Some of today's coolest technologies - ranging from DNA analysis to the personal computer and the space shuttle - were built upon foundations laid during the 1980s. The '80s also marked the start of the global fight against AIDS, as well as growing concern about the effect of greenhouse-gas emissions on global climate.
This week we're revisiting 50 of the top science sagas of the past 50 years - and it goes without saying that every saga has made a contribution to the current state of society. But if you had to pick one decade that sowed the seeds for the current crop of technological triumphs and troubles, it just might be the '80s.
Today we highlight 10 scientific sagas from the decade, selected for a timeline that marks the 50th birthday of the Council for the Advancement of Science Writing.
You won't find the shuttle's first flight or the PC's debut on this list, and maybe they should be there. Doing a beta test on the timeline is what this exercise is all about. Feel free to let us know what we're missing, what we're putting too much emphasis on - and what you remember about the technological tenor of the times.
For example, I'll always remember buying my first "computer" in the early 1980s. It was an Atari 800, which I actually used at the newspaper where I worked to tabulate the votes in an Oscar poll. To program the darn thing, you had to type in lines of code, oh so carefully, then hit the "record" button on a cassette tape recorder to store the program. Later, I sprung for a floppy-disk drive. Today there's far more computing power packed inside your typical cell phone (which first came to market in 1984, by some accounts).
Am I really remembering all this right? Set me straight or share your own tech tall tale in the comment section below.
23. Farewell to smallpox: The World Health Organization announces that smallpox has disappeared worldwide. The infectious disease killed untold millions over the course of centuries, and its eradication through widespread vaccination was a crowning achievement in public health.
24. Killer asteroid: Luis and Walter Alvarez propose that a cosmic impact was responsible for the Cretaceous-Tertiary extinction that killed off the dinosaurs 65 million years ago. The hypothesis provided a focus for further scientific study into the causes of great extinctions. Cosmic impacts as well as the effects of climate change have come to be seen as the primary factors behind ancient die-offs.
25. Cosmic inflation: Inflationary big bang theory is put forward by Alan Guth to explain seeming contradictions in the scientific model for the universe's creation. Subsequent observations supported inflation as the leading explanation for what happened immediately after the universe's origin to create the seeds of cosmic structure.
26. HIV identified: French doctors isolate the virus that causes AIDS. The discovery of the human immunodeficiency virus marked the beginning of a continuing effort to develop treatments for a disease that was at the time seen as a death sentence.
27. Evo-devo: Researchers at the University of Basel and Indiana University independently discover homeobox DNA sequences within genes, which regulate patterns of development in a wide spectrum of organisms. Such work helped lead the way to evolutionary development ("evo-devo") studies that shed light on how different species are interrelated.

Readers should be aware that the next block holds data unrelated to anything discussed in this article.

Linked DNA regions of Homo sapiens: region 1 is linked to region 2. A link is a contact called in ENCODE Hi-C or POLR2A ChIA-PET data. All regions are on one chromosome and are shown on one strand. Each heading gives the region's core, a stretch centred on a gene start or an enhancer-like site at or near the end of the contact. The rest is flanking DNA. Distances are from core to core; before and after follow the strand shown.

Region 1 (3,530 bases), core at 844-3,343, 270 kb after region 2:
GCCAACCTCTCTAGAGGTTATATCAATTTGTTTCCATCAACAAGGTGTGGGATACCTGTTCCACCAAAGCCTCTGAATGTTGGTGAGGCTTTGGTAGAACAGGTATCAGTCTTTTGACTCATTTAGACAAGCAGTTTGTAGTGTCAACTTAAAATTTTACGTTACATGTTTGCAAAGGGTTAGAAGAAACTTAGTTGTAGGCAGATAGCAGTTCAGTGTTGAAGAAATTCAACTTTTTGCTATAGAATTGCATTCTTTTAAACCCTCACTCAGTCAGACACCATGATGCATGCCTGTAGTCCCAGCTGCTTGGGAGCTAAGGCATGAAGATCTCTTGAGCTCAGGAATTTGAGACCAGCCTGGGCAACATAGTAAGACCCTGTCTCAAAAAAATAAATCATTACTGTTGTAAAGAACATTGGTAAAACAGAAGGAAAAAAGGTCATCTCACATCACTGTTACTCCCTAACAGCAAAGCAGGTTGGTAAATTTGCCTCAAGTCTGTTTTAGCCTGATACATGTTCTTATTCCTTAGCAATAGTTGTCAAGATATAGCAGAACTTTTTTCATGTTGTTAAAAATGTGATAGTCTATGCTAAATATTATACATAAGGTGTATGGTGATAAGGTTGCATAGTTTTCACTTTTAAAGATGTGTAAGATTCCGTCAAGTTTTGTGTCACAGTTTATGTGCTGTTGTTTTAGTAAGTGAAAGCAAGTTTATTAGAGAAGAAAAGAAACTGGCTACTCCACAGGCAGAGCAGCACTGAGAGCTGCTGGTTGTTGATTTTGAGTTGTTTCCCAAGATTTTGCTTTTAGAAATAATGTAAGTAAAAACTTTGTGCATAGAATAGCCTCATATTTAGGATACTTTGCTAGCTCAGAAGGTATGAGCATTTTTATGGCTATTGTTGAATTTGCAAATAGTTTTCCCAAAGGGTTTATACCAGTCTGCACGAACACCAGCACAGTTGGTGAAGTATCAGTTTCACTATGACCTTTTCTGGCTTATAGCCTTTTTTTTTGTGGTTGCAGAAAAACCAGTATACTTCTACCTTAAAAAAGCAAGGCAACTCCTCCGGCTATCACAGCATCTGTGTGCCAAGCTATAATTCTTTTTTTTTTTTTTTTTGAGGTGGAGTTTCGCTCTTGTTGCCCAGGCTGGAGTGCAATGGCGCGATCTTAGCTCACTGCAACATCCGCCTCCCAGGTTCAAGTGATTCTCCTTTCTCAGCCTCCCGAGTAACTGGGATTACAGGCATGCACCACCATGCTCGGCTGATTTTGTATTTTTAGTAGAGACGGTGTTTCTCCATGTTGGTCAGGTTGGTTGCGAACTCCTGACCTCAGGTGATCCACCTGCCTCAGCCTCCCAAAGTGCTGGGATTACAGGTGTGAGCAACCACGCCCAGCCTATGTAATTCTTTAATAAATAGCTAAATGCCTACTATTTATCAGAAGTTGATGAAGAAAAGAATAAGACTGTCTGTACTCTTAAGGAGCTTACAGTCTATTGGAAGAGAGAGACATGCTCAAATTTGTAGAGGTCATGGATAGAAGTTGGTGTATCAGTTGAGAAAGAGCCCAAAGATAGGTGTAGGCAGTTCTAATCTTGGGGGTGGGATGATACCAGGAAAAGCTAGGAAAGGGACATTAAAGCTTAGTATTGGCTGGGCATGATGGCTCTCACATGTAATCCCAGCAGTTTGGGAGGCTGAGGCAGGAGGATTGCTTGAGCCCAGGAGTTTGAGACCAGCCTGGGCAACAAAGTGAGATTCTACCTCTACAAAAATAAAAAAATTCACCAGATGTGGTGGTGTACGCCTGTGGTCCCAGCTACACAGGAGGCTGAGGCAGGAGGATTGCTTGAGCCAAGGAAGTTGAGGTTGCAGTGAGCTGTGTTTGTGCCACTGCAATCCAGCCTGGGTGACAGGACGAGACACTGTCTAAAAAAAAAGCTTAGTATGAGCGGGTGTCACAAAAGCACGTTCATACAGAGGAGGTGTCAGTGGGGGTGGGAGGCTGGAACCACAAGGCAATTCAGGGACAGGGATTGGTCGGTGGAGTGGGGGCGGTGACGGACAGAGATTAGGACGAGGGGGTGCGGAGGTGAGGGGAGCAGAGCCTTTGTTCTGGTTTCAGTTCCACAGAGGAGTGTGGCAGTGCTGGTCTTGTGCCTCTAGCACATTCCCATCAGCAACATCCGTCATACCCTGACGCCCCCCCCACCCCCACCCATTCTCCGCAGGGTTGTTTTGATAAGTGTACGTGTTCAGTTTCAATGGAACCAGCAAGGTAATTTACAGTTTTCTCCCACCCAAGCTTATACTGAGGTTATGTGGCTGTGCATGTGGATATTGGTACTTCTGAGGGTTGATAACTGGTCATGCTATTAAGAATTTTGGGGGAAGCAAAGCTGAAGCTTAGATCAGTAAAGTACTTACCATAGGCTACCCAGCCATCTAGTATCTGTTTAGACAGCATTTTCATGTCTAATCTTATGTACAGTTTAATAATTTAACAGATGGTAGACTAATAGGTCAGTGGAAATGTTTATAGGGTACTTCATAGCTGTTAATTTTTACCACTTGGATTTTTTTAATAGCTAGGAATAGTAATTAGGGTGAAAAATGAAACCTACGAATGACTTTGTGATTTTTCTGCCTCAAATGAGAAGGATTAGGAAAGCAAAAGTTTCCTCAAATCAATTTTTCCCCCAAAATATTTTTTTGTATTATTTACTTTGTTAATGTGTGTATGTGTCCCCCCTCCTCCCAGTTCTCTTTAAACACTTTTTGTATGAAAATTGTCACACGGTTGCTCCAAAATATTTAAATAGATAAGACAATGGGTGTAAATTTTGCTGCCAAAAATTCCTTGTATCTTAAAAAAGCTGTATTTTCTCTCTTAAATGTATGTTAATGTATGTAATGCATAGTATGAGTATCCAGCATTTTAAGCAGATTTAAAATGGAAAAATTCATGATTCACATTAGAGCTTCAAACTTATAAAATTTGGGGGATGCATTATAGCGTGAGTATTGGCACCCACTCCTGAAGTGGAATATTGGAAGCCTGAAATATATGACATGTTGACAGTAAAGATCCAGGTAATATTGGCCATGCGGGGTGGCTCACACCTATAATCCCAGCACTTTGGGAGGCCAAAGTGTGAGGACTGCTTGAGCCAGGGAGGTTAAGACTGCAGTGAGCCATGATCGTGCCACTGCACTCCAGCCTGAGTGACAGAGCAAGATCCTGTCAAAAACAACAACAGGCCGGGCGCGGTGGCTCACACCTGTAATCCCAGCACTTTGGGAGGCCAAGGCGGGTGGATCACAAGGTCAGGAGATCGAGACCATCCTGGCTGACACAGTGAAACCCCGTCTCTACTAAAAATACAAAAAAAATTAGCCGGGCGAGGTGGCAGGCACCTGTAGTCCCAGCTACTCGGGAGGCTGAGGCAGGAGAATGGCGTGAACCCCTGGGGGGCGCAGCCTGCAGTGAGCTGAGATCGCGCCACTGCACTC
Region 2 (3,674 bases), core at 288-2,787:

28. DNA decoders: Polymerase chain reaction technique for DNA analysis is developed by Kary Mullis, who won a Nobel Prize in 1993 for the discovery. PCR analysis has become the foundation of modern genetic research, touching on fields ranging from medicine and evolutionary biology to criminology.
29: String theory: The first superstring revolution begins. Theorists suggest that string theory - the idea that the most fundamental constituents of matter can be thought of as minuscule strings vibrating in multidimensional space - could resolve the inconsistencies between general relativity and quantum physics. The first superstring revolution (1984-85) set the precedent for the second superstring revolution (1994-97). Even today, string theory sparks debate over whether it could be a "theory of everything" ... or a "theory of nothing."
30. Nanotechnology: Buckminsterfullerene is created in the lab by Robert Curl, Harold Kroto and Richard Smalley. The soccerball-like C60 molecule was the first of several artificial carbon constructs that paved the way for innovations in nanotechnology such as carbon nanotubes. Other nanotech innovations, such as gold nanoparticles and quantum dots, appear to have medical applications - but nanotechnology has raised medical concerns as well.
31. Catching up with comets: Europe's Giotto mission observes Halley's comet up close. For the first time, humans were given a glimpse at the source of one of the most dramatic displays in the heavens - and, according to some theories, a primordial source for the stuff of life. Cometary studies continued with 2005's Deep Impact mission, which fired a "bullet" into the heart of a comet, and the Stardust mission, which brought samples of comet dust back to Earth in 2006.
32. High-temperature superconductors: The first high-temperature superconductor is discovered by Karl Mueller and Johannes Bednorz. The achievement earned them the Nobel Prize in 1987. High-temperature superconductors could eventually be used for more efficient power transmission and vehicle propulsion.
See the full 50-year timeline at the CASW Web site.
I'm on the board of CASW and will be in charge of revising the timeline for next year's 50th-anniversary observances. Join the Cosmic Log team by signing up as my Facebook friend or following b0yle on Twitter. And pick up a copy of my new book, "The Case for Pluto." If you're partial to the planetary underdogs, you'll be pleased to know that I've set up a Facebook fan page for "The Case for Pluto."